Concept of public service; Philosophical basis of governance and probity

Concept of public service, Governance and Probity

Public Service

  • The term public service carries different meanings. The first meaning of ‘public service’ is in the sense of a public utility, i.e., it refers to the kind of services governments commonly provide- electricity, healthcare, maintenance of law and order, urban and rural infrastructure, etc.- where the prime criteria of success are availability, affordability and accessibility of services. In this connection, the delivery of public service means the goods and services offered by government institutions to the public, and it includes the interface between the citizen and the administration.
  • A public service is a service which is provided by government to people. Services are provided or supported by a government or its agencies. Public service is done to help people rather than to make a profit.
  • A public service may sometimes have the characteristics of a public good (being non-rivalrous and non-excludable i.e. individuals cannot be effectively excluded from use and where use by one individual does not reduce availability to others), but most cases public services are services.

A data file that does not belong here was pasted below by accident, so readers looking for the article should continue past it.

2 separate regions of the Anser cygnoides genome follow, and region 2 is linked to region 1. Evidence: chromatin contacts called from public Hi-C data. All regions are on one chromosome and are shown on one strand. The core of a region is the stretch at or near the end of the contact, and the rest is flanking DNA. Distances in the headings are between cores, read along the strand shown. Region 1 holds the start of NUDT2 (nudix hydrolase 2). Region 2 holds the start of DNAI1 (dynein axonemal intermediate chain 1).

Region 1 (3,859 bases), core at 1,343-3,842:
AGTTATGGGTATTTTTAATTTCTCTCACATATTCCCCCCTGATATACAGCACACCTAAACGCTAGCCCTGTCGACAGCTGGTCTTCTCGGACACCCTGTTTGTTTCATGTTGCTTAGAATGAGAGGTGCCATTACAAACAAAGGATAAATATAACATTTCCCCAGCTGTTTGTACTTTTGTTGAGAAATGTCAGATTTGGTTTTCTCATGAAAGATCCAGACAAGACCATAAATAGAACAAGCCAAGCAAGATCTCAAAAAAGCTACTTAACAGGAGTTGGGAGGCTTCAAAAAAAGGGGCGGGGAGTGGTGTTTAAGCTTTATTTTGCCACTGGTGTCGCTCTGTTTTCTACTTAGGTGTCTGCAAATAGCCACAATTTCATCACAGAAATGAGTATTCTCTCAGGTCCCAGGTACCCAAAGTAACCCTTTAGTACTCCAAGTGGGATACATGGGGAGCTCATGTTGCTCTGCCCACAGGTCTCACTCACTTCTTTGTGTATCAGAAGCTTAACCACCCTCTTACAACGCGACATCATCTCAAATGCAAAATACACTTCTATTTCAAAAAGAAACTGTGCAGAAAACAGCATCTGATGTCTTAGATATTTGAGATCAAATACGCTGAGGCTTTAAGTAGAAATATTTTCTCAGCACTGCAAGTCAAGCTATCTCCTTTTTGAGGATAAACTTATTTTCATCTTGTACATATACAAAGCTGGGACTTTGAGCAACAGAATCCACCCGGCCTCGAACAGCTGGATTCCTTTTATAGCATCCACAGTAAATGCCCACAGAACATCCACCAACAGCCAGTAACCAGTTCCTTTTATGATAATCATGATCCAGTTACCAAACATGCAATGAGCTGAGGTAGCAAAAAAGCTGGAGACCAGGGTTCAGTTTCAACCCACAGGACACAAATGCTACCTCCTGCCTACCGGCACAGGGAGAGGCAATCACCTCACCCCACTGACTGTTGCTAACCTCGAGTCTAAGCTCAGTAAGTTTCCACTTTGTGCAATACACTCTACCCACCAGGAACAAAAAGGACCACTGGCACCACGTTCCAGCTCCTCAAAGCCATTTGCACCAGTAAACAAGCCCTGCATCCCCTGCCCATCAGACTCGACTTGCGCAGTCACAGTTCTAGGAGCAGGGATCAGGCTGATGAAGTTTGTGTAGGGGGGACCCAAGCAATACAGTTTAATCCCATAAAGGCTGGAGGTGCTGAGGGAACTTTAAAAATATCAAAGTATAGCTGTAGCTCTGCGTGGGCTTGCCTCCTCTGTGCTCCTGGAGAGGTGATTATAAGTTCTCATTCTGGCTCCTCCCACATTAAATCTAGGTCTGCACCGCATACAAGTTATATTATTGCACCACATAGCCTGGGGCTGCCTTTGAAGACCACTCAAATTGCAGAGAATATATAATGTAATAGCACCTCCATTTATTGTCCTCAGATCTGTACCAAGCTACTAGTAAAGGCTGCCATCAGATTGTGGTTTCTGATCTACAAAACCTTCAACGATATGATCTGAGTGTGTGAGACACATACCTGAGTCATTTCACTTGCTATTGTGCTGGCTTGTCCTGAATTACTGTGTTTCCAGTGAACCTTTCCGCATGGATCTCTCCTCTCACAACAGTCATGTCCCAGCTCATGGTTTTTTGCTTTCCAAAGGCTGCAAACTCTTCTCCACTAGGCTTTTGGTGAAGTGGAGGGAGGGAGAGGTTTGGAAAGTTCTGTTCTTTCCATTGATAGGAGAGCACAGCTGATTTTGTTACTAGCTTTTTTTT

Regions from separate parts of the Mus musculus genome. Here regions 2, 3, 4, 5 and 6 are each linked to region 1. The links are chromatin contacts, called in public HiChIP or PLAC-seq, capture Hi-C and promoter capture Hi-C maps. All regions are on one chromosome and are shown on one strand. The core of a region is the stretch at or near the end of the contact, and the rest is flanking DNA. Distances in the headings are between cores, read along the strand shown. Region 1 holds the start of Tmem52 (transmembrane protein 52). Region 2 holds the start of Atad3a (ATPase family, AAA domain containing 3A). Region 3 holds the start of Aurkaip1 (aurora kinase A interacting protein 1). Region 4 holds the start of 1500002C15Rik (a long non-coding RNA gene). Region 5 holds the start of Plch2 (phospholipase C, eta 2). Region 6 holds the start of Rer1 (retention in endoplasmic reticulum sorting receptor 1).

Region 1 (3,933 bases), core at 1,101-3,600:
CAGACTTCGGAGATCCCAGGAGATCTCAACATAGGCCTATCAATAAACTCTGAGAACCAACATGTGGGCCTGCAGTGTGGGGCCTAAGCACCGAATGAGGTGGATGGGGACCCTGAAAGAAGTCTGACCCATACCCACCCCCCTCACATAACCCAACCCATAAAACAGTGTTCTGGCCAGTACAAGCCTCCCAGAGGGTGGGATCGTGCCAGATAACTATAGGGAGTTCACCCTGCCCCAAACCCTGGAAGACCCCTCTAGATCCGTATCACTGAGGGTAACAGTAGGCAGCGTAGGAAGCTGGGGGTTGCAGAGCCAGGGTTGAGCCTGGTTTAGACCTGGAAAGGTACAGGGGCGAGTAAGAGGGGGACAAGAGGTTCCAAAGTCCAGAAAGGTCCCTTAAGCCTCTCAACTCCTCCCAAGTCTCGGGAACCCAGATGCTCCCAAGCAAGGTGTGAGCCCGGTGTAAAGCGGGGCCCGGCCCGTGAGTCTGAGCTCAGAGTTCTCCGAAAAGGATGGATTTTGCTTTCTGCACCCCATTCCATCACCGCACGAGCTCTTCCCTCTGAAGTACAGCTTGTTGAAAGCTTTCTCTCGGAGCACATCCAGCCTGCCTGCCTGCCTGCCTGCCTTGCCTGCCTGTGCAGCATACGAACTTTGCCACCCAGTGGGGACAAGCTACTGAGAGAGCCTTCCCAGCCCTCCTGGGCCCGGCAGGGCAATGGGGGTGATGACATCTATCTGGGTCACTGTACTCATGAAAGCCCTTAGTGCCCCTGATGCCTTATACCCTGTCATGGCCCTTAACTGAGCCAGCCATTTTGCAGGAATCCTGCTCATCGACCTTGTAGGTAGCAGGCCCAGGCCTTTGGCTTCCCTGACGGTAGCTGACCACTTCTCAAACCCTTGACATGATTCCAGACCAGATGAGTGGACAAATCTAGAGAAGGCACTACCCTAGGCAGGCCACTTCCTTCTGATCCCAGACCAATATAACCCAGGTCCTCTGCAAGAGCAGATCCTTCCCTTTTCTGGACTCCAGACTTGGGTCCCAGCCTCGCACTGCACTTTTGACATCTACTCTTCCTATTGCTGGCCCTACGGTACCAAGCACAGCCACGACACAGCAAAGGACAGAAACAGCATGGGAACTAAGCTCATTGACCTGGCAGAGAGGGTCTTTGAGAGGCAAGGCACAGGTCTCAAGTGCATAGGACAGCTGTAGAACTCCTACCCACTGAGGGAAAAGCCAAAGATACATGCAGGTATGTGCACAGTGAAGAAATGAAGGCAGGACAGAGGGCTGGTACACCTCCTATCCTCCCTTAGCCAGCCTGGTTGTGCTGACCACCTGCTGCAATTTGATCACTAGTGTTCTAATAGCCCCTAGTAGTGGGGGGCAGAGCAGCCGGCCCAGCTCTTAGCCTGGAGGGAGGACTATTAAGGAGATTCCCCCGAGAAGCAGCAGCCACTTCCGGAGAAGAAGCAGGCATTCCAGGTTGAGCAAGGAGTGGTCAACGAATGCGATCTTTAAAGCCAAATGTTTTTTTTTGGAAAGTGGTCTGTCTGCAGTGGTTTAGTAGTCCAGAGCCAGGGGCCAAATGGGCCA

• Second meaning of public service refers to all the public functionaries including all those working in the army as well as the judiciary and the executive.


  • Probity is the evidence of ethical behaviour in a particular process. The term probity means integrity, uprightness and honesty. For Government employees and agencies, maintaining probity involves more than simply avoiding corrupt or dishonest conduct. It involves applying public sector values such as impartiality, accountability and transparency.
  • Probity is also regarded as being incorruptible. However, probity goes further than the avoidance of being dishonest because it is determined by intangibles like personal and societal values. It is also regarded as strict adherence to a code of ethics based on undeviating honesty, especially in commercial (monetary) matters and beyond legal requirements.
  • Ensuring probity in public services is part of every public official’s duty to adopt processes, practices and behavior that enhance and promote public service values.

Probity in Governance